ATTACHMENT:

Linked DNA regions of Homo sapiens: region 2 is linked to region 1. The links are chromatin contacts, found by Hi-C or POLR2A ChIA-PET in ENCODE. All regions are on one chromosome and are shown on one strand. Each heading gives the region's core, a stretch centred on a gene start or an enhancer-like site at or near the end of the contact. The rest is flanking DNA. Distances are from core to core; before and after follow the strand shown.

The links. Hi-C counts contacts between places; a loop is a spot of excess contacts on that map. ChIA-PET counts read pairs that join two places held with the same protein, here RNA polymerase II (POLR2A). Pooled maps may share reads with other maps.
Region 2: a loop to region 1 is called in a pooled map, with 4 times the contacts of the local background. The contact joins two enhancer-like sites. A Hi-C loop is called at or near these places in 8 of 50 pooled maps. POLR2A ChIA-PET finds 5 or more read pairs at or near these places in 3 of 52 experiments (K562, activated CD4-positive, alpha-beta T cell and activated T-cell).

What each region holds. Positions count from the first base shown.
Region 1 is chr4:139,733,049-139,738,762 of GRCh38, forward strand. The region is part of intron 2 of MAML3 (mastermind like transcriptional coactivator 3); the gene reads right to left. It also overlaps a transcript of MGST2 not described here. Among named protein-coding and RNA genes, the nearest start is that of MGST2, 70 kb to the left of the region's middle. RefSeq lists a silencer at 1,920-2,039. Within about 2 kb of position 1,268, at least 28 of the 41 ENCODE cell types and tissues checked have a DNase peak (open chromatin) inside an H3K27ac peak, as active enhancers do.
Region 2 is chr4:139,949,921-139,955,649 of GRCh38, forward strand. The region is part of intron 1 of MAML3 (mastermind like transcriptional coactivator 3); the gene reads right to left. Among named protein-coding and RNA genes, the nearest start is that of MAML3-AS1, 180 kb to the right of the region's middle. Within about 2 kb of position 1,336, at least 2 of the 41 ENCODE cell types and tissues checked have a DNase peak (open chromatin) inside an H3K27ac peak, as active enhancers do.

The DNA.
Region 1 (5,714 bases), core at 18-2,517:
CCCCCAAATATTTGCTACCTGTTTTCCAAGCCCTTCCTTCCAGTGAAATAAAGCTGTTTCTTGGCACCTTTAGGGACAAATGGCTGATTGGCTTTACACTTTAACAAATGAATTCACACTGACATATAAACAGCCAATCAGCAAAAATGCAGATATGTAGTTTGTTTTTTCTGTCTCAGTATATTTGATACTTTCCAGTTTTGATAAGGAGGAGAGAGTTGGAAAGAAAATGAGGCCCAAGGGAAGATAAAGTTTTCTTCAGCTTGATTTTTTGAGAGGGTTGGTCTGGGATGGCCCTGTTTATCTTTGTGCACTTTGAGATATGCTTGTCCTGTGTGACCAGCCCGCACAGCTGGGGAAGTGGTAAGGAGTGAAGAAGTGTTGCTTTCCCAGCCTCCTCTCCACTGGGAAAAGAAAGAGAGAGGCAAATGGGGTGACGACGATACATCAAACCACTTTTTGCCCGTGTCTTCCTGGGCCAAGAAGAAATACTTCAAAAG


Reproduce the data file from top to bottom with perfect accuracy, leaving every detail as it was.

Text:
Linked DNA regions of Homo sapiens: region 2 is linked to region 1. The links are chromatin contacts, found by Hi-C or POLR2A ChIA-PET in ENCODE. All regions are on one chromosome and are shown on one strand. Each heading gives the region's core, a stretch centred on a gene start or an enhancer-like site at or near the end of the contact. The rest is flanking DNA. Distances are from core to core; before and after follow the strand shown.

The links. Hi-C counts contacts between places; a loop is a spot of excess contacts on that map. ChIA-PET counts read pairs that join two places held with the same protein, here RNA polymerase II (POLR2A). Pooled maps may share reads with other maps.
Region 2: a loop to region 1 is called in a pooled map, with 4 times the contacts of the local background. The contact joins two enhancer-like sites. A Hi-C loop is called at or near these places in 8 of 50 pooled maps. POLR2A ChIA-PET finds 5 or more read pairs at or near these places in 3 of 52 experiments (K562, activated CD4-positive, alpha-beta T cell and activated T-cell).

What each region holds. Positions count from the first base shown.
Region 1 is chr4:139,733,049-139,738,762 of GRCh38, forward strand. The region is part of intron 2 of MAML3 (mastermind like transcriptional coactivator 3); the gene reads right to left. It also overlaps a transcript of MGST2 not described here. Among named protein-coding and RNA genes, the nearest start is that of MGST2, 70 kb to the left of the region's middle. RefSeq lists a silencer at 1,920-2,039. Within about 2 kb of position 1,268, at least 28 of the 41 ENCODE cell types and tissues checked have a DNase peak (open chromatin) inside an H3K27ac peak, as active enhancers do.
Region 2 is chr4:139,949,921-139,955,649 of GRCh38, forward strand. The region is part of intron 1 of MAML3 (mastermind like transcriptional coactivator 3); the gene reads right to left. Among named protein-coding and RNA genes, the nearest start is that of MAML3-AS1, 180 kb to the right of the region's middle. Within about 2 kb of position 1,336, at least 2 of the 41 ENCODE cell types and tissues checked have a DNase peak (open chromatin) inside an H3K27ac peak, as active enhancers do.

The DNA.
Region 1 (5,714 bases), core at 18-2,517:
CCCCCAAATATTTGCTACCTGTTTTCCAAGCCCTTCCTTCCAGTGAAATAAAGCTGTTTCTTGGCACCTTTAGGGACAAATGGCTGATTGGCTTTACACTTTAACAAATGAATTCACACTGACATATAAACAGCCAATCAGCAAAAATGCAGATATGTAGTTTGTTTTTTCTGTCTCAGTATATTTGATACTTTCCAGTTTTGATAAGGAGGAGAGAGTTGGAAAGAAAATGAGGCCCAAGGGAAGATAAAGTTTTCTTCAGCTTGATTTTTTGAGAGGGTTGGTCTGGGATGGCCCTGTTTATCTTTGTGCACTTTGAGATATGCTTGTCCTGTGTGACCAGCCCGCACAGCTGGGGAAGTGGTAAGGAGTGAAGAAGTGTTGCTTTCCCAGCCTCCTCTCCACTGGGAAAAGAAAGAGAGAGGCAAATGGGGTGACGACGATACATCAAACCACTTTTTGCCCGTGTCTTCCTGGGCCAAGAAGAAATACTTCAAAAG